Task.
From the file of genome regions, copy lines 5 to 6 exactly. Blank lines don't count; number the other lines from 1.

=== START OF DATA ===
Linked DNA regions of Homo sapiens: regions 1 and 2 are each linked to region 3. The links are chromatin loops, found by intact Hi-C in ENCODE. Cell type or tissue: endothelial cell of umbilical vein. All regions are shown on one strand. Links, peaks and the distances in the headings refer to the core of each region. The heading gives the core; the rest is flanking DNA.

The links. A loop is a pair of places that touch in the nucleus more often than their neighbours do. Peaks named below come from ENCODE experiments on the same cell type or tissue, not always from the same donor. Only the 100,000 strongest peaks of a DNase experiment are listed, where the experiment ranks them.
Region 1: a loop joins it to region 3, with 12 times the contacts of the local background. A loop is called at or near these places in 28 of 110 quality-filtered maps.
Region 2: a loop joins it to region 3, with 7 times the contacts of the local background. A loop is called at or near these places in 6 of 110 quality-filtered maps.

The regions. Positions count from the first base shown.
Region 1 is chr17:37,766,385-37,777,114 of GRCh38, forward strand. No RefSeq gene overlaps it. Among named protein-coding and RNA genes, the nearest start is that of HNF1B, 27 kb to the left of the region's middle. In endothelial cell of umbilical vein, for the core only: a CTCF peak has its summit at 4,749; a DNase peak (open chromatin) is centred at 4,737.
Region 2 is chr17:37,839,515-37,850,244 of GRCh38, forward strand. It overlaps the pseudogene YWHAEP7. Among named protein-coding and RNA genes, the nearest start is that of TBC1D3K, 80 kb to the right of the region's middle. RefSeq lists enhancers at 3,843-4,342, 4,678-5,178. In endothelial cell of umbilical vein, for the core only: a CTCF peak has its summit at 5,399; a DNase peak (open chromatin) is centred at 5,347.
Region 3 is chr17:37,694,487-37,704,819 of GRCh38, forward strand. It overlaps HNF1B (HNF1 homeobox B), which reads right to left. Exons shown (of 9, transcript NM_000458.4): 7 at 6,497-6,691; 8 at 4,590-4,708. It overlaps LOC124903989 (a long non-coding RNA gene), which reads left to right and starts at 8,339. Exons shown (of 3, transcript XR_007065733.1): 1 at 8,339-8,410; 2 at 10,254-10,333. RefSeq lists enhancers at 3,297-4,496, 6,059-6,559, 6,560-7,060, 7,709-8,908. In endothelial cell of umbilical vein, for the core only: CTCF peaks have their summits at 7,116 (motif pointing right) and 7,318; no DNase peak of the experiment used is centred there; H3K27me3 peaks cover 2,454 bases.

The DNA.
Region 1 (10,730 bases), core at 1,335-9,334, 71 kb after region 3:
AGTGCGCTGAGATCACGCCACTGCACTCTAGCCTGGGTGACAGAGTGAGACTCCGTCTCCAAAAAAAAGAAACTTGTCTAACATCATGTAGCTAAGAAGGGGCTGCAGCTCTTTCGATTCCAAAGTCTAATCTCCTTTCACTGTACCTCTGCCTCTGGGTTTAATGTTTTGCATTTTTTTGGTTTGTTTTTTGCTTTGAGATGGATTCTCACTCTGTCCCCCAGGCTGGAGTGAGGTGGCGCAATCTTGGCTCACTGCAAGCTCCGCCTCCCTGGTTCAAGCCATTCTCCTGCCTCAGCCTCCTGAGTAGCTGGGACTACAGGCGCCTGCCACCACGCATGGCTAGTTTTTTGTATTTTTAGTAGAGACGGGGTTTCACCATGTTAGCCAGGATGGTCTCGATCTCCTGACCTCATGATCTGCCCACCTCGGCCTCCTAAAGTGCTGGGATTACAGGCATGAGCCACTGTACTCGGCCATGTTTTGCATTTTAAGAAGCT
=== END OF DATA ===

The regions. Positions count from the first base shown.
Region 1 is chr17:37,766,385-37,777,114 of GRCh38, forward strand. No RefSeq gene overlaps it. Among named protein-coding and RNA genes, the nearest start is that of HNF1B, 27 kb to the left of the region's middle. In endothelial cell of umbilical vein, for the core only: a CTCF peak has its summit at 4,749; a DNase peak (open chromatin) is centred at 4,737.